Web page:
19. Take showers, not baths. Showers use just 10 to 25 gallons of water, while baths can use up to 70 gallons. This is a tip you can even take home with you to save water.
20. When you leave your room, turn off all lights, heat & AC, and television. The easiest appliances to forget about can be the most wasteful because they are always switched on.
22. Don’t buy anything made from endangered plants or animals, unsustainable hardwoods, or historic artifacts!! Not only is it horribly wrong, but you probably won’t be able to get them through customs in order to get them home. On top of that, you can be arrested or given a serious fine for the purchase of endangered species.
23. Don’t take tours that advertise hands-on encounters with wild animals, for example riding elephants, holding a sloth, or walking with tigers. Doing such a tour means you’re supporting an industry that illegally captures, transports, and abuses millions of animals each year. If you wish to see a wild animal or be close to them, there are hundreds of thousands of animal sanctuaries around the world that have hands-on volunteer opportunities for travelers like you. You can support the protection of wild animals while getting your hands-on experience!
24. Do NOT buy souvenir photos from anyone exploiting wildlife, such as the famous performing elephants of Thailand or the snake charmers in Jemaa el-Fna square in Morocco. I don't care how cool you think it will look on your facebook or instagram... you look like an idiot for paying $1 to ensure the enslavement of a beautiful wild animal that stolen from its habitat to be exploited by dumb tourists.
25. Shop smarter if you are in a country with less environmental regulation than your home. Read labels, and ask questions like “What is this item made from?” It may be legally alright in their country to sell them, but you can still vote with your wallet by refusing to buy them.
26. Walk, bike or use public transportation as much as possible to get around. Not only does this cut down on gas usage and saves money, but it also gives you a great new way to see a city besides sitting in the back of a car or taxi.
27. When snorkeling or Scuba diving, don’t touch/step on the coral or stir up sediment, as it can damage the reef’s fragile ecosystem.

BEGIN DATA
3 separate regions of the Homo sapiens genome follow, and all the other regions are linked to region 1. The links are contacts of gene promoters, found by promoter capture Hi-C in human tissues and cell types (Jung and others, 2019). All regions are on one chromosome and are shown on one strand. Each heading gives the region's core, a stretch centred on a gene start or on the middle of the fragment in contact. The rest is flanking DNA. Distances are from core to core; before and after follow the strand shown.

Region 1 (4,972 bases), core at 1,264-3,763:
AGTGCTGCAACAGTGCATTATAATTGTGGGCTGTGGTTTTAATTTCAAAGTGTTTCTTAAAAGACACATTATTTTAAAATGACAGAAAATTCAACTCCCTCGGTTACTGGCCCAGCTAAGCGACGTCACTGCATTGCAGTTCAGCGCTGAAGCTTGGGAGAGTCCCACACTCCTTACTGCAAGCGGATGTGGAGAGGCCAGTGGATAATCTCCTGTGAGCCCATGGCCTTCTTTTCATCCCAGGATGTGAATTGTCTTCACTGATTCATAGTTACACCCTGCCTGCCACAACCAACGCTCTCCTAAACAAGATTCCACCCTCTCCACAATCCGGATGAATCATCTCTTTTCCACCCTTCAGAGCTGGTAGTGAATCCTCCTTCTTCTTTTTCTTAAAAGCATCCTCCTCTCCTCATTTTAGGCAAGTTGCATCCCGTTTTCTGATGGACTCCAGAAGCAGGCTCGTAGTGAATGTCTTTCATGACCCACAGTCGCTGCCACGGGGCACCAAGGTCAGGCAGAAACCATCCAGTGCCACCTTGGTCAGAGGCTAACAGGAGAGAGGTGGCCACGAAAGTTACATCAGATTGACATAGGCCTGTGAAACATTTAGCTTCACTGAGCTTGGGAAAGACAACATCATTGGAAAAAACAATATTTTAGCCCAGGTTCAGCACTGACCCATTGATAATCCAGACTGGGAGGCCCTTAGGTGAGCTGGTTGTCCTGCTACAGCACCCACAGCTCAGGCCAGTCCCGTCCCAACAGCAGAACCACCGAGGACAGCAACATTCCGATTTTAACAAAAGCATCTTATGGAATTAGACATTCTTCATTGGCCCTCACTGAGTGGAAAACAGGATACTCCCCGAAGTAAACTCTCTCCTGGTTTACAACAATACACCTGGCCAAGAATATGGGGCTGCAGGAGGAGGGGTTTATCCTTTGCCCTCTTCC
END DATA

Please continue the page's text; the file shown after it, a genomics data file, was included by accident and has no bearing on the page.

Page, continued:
28. If your staying somewhere that is famous for reefs and diving, ask local businesses that rely on reefs and tourism how they are contributing to the protection and preservation of the reef.
29. There is power in numbers! Remember that smaller groups tend to have less of an environmental impact so travel with a small group tour that's environmentally responsible. Always be sure to ask what size the group will be before you book.
30. Find out how the tour operator gives back to the local community. This helps put pressure on businesses to do better. For example, ask if they hire local guides or if they take a leading role in preserving the area’s natural resources. Find out more about responsible tour operators here.
31. If your headed to the beach, bring along a small bag and pick up any trash on the beach. The sea creatures will thank you! Every piece of plastic removed from the beach can mean a life saved!
32. Hold on to your trash until you find a place to recycle it - especially if you are in a park or anywhere near wildlife as it is more important to permanently remove plastic from these areas in a sustainable way so that it does not return.
33. When hiking remember that marked trails are there for a reason. Stick to the path to avoid harming native flora and conservation work.
34. Make a point of seeking out indigenous artisans. When you buy directly from an artist, you’re not only helping them provide for their family, but in many cases you’re helping to preserve their culture.
35. Avoid resorts at all costs. The immense amount of money funneled into resorts tends to go into the pockets of a few, usually non-local, hotel owners. This means that all the money generated from resorts does not trickle down into the local economy. Also, if you lock yourself in a resort that has all the comforts of home, how do you expect to learn about history and culture of a new place?
36. Give back whenever and however you can. Many nations are badly in need of basic necessities that many people take for granted. Traveling gives you a unique experience that stays with you for the rest of your life. In return, consider giving something back, such as supporting a local charity or bringing needed supplies to isolated areas that do not have access to the products they need.